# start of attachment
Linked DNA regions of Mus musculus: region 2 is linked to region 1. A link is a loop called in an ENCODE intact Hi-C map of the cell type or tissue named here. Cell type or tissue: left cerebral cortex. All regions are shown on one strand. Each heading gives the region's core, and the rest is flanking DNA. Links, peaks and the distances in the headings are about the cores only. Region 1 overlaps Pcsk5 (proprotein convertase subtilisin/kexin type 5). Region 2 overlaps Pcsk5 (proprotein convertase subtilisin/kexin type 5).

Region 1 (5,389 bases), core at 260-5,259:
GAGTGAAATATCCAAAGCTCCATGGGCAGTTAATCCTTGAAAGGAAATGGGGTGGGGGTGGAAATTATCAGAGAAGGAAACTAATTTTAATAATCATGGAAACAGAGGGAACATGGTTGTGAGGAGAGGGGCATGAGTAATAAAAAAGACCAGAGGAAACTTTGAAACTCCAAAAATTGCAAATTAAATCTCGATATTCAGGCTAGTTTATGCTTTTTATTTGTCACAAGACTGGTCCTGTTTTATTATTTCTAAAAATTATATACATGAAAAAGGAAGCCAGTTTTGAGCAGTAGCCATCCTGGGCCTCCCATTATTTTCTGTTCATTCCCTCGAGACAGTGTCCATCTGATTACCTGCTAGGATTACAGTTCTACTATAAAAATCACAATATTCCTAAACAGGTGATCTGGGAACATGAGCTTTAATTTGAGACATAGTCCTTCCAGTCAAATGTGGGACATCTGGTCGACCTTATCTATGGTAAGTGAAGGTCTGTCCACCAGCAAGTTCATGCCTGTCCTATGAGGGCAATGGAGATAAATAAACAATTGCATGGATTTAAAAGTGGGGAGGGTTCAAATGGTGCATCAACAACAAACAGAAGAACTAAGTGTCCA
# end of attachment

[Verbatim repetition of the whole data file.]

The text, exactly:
Linked DNA regions of Mus musculus: region 2 is linked to region 1. A link is a loop called in an ENCODE intact Hi-C map of the cell type or tissue named here. Cell type or tissue: left cerebral cortex. All regions are shown on one strand. Each heading gives the region's core, and the rest is flanking DNA. Links, peaks and the distances in the headings are about the cores only. Region 1 overlaps Pcsk5 (proprotein convertase subtilisin/kexin type 5). Region 2 overlaps Pcsk5 (proprotein convertase subtilisin/kexin type 5).

Region 1 (5,389 bases), core at 260-5,259:
GAGTGAAATATCCAAAGCTCCATGGGCAGTTAATCCTTGAAAGGAAATGGGGTGGGGGTGGAAATTATCAGAGAAGGAAACTAATTTTAATAATCATGGAAACAGAGGGAACATGGTTGTGAGGAGAGGGGCATGAGTAATAAAAAAGACCAGAGGAAACTTTGAAACTCCAAAAATTGCAAATTAAATCTCGATATTCAGGCTAGTTTATGCTTTTTATTTGTCACAAGACTGGTCCTGTTTTATTATTTCTAAAAATTATATACATGAAAAAGGAAGCCAGTTTTGAGCAGTAGCCATCCTGGGCCTCCCATTATTTTCTGTTCATTCCCTCGAGACAGTGTCCATCTGATTACCTGCTAGGATTACAGTTCTACTATAAAAATCACAATATTCCTAAACAGGTGATCTGGGAACATGAGCTTTAATTTGAGACATAGTCCTTCCAGTCAAATGTGGGACATCTGGTCGACCTTATCTATGGTAAGTGAAGGTCTGTCCACCAGCAAGTTCATGCCTGTCCTATGAGGGCAATGGAGATAAATAAACAATTGCATGGATTTAAAAGTGGGGAGGGTTCAAATGGTGCATCAACAACAAACAGAAGAACTAAGTGTCCA